For instance: Lawrence’s style has always been both robust and reserved. One of the notable features of his original interpretation of L’Ouverture is that it doesn’t partake of social realism or overt ideological worship, both extremely powerful forces in the ’30s. Yes, the overall treatment is sympathetic. Consider the martyr-like natives in the work, To Preserve Their Freedom, one of whom echoes the famous outstretched arms of Goya’s The Third of May.
But L’Ouverture himself is kept at a distance, given little emotional detail. The only direct portrait of him (top) is ambiguous, hardly the rousing icon of liberation one might expect. He looks appropriately proud but edging into pouty contempt. While military finery was the style of the period — as was male dandyism — knowing that L’Ouverture designed his own uniform makes one wonder about Lawrence’s choices. Is this the hard-won peacocking of a man who forged his own sense of identity, his own country, his own army and government? Or is it the despotic self-assertion of a general who declared himself governor-for-life?
Or compare Lawrence’s work, The March, with that of the World War I British painter, C. R. W. Nevinson, Soldiers Returning to the Front :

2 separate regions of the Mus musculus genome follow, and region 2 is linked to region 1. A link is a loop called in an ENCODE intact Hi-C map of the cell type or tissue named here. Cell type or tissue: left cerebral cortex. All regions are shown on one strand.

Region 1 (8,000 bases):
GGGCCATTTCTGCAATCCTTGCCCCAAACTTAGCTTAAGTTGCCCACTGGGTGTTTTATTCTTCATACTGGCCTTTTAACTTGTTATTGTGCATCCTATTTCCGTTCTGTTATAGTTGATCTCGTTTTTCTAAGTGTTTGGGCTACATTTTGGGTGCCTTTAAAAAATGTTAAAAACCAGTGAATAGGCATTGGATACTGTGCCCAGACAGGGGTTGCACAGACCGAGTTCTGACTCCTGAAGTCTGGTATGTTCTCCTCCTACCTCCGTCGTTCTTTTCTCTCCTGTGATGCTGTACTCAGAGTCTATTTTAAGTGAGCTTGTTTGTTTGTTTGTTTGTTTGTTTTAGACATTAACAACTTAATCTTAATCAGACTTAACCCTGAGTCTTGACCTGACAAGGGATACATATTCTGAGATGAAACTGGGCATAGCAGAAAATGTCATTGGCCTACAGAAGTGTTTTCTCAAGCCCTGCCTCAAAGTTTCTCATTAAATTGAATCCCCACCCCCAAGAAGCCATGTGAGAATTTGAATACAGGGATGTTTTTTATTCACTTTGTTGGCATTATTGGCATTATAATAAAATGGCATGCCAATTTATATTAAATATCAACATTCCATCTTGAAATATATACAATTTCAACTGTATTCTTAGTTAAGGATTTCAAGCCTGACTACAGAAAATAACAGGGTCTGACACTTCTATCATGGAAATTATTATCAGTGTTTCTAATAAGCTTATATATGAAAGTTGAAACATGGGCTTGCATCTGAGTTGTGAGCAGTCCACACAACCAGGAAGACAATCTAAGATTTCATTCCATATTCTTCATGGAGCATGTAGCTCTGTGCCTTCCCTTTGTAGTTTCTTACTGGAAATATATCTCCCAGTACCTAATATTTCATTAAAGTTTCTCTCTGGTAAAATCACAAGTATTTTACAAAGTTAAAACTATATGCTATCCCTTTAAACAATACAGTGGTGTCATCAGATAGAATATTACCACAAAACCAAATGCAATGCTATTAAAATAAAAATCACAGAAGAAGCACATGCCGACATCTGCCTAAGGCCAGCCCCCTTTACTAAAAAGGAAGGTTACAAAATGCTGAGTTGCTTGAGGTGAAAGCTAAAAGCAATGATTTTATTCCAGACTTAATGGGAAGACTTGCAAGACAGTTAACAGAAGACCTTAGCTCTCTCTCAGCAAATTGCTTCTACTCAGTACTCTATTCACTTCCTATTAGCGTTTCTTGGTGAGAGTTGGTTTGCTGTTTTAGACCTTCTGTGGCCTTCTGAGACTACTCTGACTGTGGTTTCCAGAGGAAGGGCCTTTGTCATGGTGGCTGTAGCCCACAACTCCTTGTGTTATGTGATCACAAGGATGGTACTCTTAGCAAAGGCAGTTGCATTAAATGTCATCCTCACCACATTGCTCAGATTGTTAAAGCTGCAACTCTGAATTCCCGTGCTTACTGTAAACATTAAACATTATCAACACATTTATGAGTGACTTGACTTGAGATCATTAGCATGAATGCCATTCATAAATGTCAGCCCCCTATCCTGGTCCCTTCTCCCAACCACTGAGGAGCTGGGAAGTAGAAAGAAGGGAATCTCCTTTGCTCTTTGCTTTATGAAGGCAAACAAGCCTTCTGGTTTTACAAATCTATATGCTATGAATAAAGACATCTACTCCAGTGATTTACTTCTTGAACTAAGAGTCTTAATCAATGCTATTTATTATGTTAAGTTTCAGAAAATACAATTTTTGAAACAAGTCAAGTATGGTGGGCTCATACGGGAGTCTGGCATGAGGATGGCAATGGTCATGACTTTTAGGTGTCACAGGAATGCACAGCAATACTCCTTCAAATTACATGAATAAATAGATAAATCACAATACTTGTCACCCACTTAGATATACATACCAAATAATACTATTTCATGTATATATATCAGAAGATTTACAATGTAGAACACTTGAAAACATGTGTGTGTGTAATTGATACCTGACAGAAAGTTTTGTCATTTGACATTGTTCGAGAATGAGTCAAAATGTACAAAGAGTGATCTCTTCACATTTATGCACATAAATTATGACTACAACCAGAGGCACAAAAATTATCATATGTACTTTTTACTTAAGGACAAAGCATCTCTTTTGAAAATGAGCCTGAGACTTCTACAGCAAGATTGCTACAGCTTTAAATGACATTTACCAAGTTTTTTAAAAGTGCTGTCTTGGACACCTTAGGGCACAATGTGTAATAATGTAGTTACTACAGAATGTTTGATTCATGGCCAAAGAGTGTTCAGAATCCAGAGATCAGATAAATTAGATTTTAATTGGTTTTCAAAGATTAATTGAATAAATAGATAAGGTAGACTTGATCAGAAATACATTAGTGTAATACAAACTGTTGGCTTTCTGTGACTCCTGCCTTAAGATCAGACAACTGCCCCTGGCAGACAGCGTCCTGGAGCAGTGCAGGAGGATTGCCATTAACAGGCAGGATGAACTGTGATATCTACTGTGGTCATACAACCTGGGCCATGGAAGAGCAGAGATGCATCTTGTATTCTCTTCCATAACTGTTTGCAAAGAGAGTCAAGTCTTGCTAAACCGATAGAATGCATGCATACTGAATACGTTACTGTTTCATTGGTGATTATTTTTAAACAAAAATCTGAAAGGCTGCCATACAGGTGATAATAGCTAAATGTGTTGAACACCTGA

More than 20 years separate these two works, and Nevinson, unlike Lawrence, had direct experience of warfare. Perhaps that’s why his Vorticist-inspired treatment is grimmer, with its lowering sky and grey-washed colors. But both paintings are very similar in the way their jagged, angular, diagonal lines convey the forward momentum of an infantry column, its implacable force and rhythm. And as strong an impression as this makes, the viewer is also struck by the facelessness of the men in both works (I was going to write “individuals” — but there are no individuals).
So: Is Lawrence’s The March a testament to L’Ouverture’s prowess and might in honing such an effective native fighting force? Or does it reflect the inevitable, enforced dehumanization of warfare?
And in the case of both the portrait and The March, was the ambivalence in the original paintings? If we saw all 41 of the first series, would we gain the same overall feeling as we do from the 15 prints? Or did any of the ambiguities creep in with Lawrence’s age and experience? For all of its limited scope and comparative simplicity — one series, one painter, one subject, one collection — the DMA exhibition impresses viewers with Lawrence’s seemingly silent explosions of color — and leaves us with a number of tantalizing questions.
For those who wish to know more about Lawrence’s subject, I note that in March, Arts & Letters Live will present one of the more interesting experts on the subject: Novelist Madison Smartt Bell wrote an entire trilogy on Toussaint and the Haitian Revolution, All Souls Rising (the title is a translation of Toussaint L’Ouverture’s name). Bell will be speaking with African-American art historian Samella Lewis March 4.
The rest of Arts & Letters Live’s new season will be announced Dec. 14, when tickets will also go on sale.